In particular, FIG. 10 builds upon the two basic Privacy Checking Protocol (PCP) privacy settings by taking them one step further, introducing a “Receive Notification” option. Use of the “Receive Notification” option introduces a NOTIFY_POSITION 138 privacy profile that allows the location of a user's wireless device to be disclosed as long as the user is notified that this exchange of information is taking place.

FIG. 11 depicts an exemplary NOTIFY_POSITION_IF_GRANTED 146 privacy profile defined by the Privacy Checking Protocol (PCP).

In particular, FIG. 11 introduces a Privacy Checking Protocol (PCP) “Require Authorization” privacy option. If a user checks the “Yes” radio button indicating that they would appreciate this service, a user must provide authorization before a location server may divulge the whereabouts of a particular wireless device. This leads to a new privacy profile, NOTIFY_POSITION_IF_GRANTED 146.

FIG. 12 depicts an exemplary NOTIFY_POSITION_IF_NO_RESPONSE 154 privacy profile defined by the Privacy Checking Protocol (PCP).

In particular, FIG. 12 indicates the addition of a Privacy Checking Protocol (PCP) “If No Response, Locate Anyway” privacy option. If a user selects the “Yes” radio button pertaining to this setting, then location information is sent to the appropriate location server in the absence of a user response to user authentication. This setting leads to yet another privacy profile, NOTIFY_POSITION_IF_NO_RESPONSE 156. On the other hand, if the “No” radio button is selected in accordance with this privacy option, then location information may only be disclosed by the location server if it is authorized to do so by the user. Therefore, the geographical position of a user's wireless device will not be revealed if that user fails to respond to an authorization message.

SUMMARY OF THE INVENTION

A wireless device capable of being located over a network by a requesting party comprises a phone, and a display to display a visually-continuous location privacy slider having at least five stops. Each of the at least five stops corresponds to a given combination of settings within the phone relating to a privacy of reporting of location of the wireless device to a requesting device.

In accordance with another aspect of the invention, a method of implementing a desired level of location privacy on a wireless device with a visually-continuous location privacy slide set to any of a plurality of stops each gradually increasing in location privacy respectively from one end to the other, comprises establishing a first combination of privacy settings among a plurality of applications operable on a wireless device when a lowest level of privacy is selected by a slide stopped at a first stop position at one end of a visually-continuous location privacy slide. A second combination of privacy settings is established among the plurality of applications operable on the wireless device when a central level of privacy is selected by the slide stopped at a central stop position of the visually-continuous location privacy slide. A third combination of privacy settings is established among the plurality of applications operable on the wireless device when a highest level of privacy is selected by a slide stopped at a last stop position at a second end of the visually-continuous location privacy slide.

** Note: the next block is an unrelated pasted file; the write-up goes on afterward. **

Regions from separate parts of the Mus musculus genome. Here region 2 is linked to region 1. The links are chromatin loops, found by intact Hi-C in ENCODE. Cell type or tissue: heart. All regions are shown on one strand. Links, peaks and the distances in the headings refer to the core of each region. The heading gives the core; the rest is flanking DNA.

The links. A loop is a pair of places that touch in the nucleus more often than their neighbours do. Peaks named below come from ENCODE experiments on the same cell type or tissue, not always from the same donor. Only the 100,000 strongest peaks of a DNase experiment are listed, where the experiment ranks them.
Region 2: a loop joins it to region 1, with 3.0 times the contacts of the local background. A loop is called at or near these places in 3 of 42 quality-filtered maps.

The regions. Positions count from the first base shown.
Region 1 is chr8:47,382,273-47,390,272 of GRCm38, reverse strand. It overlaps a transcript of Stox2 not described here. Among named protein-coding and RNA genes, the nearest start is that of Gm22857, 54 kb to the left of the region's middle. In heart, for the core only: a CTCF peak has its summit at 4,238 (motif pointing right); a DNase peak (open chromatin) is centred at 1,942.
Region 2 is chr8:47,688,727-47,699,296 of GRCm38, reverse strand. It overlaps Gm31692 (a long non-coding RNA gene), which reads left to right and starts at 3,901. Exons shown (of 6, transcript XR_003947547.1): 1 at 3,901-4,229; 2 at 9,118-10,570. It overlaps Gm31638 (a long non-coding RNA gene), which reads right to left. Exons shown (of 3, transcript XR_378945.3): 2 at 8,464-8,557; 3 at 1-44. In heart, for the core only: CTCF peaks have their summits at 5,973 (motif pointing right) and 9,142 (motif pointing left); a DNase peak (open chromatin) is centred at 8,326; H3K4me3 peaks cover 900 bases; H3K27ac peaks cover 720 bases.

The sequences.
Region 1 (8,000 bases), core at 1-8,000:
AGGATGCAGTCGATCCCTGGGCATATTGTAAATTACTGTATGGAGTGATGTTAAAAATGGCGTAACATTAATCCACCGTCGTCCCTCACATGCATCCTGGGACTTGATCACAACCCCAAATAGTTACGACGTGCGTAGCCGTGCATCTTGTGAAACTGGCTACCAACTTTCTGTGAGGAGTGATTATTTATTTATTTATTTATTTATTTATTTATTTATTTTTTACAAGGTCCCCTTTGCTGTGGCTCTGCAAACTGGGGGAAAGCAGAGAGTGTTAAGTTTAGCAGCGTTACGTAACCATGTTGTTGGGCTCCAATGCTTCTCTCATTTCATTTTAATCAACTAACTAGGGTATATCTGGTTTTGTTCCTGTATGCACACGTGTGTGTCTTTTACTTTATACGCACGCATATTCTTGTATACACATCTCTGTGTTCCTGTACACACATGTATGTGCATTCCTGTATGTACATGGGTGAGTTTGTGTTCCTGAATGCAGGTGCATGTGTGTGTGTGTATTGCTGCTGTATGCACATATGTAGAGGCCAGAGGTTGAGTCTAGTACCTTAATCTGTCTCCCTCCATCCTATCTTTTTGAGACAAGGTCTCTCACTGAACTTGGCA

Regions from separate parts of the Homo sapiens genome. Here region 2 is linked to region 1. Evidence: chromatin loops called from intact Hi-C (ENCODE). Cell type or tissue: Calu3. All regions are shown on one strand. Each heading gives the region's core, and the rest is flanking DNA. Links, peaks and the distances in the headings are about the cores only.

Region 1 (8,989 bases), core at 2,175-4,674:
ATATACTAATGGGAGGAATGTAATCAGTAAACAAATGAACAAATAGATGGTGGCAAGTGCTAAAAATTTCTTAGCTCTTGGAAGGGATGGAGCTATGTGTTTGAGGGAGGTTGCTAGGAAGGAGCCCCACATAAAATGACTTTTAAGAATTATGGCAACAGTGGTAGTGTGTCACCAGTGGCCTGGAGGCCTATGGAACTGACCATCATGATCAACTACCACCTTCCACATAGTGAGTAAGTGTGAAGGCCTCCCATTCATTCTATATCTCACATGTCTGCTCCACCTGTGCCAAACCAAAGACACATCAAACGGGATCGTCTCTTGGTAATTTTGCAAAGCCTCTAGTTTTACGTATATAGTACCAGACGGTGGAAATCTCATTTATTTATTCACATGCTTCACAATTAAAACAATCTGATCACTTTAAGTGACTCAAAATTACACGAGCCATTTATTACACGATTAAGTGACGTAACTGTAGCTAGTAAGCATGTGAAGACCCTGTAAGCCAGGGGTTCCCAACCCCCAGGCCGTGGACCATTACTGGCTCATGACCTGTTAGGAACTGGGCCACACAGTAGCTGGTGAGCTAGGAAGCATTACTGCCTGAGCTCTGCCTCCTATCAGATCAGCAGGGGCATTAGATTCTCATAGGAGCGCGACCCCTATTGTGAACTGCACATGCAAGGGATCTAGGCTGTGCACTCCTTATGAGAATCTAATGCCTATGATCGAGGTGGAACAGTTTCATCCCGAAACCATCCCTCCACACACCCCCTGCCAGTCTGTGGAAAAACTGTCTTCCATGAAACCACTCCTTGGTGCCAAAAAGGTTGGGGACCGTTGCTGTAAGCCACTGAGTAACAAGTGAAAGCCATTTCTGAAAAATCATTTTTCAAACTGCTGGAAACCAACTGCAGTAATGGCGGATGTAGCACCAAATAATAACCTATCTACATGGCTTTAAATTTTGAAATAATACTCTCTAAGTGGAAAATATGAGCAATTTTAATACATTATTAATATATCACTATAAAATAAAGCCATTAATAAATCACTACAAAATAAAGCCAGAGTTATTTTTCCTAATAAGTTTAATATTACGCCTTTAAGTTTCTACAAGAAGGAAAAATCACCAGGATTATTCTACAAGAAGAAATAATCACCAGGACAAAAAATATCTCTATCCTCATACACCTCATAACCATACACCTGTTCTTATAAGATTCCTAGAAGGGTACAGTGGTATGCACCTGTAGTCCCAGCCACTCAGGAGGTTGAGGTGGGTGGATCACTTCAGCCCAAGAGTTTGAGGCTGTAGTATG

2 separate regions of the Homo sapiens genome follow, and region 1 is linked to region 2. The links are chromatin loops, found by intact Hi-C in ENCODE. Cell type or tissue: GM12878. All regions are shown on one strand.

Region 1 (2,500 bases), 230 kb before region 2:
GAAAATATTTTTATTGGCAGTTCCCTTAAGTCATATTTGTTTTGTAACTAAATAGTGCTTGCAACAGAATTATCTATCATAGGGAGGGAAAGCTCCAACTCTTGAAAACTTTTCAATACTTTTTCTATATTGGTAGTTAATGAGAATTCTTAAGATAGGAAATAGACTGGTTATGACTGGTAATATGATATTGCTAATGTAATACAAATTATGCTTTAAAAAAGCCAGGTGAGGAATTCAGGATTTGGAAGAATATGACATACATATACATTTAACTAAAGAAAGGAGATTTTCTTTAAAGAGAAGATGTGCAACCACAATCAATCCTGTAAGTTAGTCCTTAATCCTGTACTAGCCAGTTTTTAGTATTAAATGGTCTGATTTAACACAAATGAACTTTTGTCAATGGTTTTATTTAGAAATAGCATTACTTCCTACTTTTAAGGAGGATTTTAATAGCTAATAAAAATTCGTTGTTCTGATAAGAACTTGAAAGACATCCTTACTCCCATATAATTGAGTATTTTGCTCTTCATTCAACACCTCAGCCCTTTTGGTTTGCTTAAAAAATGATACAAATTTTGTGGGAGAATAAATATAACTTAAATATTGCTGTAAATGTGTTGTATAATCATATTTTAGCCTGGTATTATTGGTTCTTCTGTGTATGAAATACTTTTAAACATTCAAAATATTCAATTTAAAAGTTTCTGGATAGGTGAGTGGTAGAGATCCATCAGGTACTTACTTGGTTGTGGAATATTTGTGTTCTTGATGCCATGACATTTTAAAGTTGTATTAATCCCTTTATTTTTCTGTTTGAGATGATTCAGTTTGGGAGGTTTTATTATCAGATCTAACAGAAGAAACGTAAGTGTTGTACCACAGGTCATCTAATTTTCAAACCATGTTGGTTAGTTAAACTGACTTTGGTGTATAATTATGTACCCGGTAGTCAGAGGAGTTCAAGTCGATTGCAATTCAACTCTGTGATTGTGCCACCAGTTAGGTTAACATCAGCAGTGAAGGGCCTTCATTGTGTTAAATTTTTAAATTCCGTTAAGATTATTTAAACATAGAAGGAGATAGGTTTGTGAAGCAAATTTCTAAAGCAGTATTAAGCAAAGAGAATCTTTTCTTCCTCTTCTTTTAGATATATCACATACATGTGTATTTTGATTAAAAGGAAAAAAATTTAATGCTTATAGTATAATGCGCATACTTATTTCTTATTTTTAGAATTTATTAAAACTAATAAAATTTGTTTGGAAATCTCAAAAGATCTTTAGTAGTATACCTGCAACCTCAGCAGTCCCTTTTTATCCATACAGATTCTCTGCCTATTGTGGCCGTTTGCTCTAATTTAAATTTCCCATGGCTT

BRIEF DESCRIPTION OF THE DRAWINGS

Features and advantages of the present invention will become apparent to those skilled in the art from the following description with reference to the drawings, in which:

FIG. 1 depicts an exemplary visually-continuous location privacy slider 300 with multiple distinct privacy stops, each gradually being more private in a position to the right and gradually being less private in a position to the left, in accordance with the principles of the present invention.

FIG. 2 denotes an exemplary five (5) location privacy stops as depicted in FIG. 1.

FIG. 3 denotes an exemplary POSITION_NOT_ALLOWED 128 privacy profile, e.g., at Level 5 on the visually-continuous location privacy slider 300, in accordance with the principles of the present invention.

FIG. 4 denotes an exemplary NOTIFY_POSITION_IF_GRANTED 126 privacy profile, e.g., at Level 4 on the visually-continuous location privacy slider 300, in accordance with the principles of the present invention.

FIG. 5 denotes an exemplary NOTIFY_POSITION_IF_NO_RESPONSE 124 privacy profile, e.g., at Level 3 on the visually-continuous location privacy slider 300, in accordance with the principles of the present invention.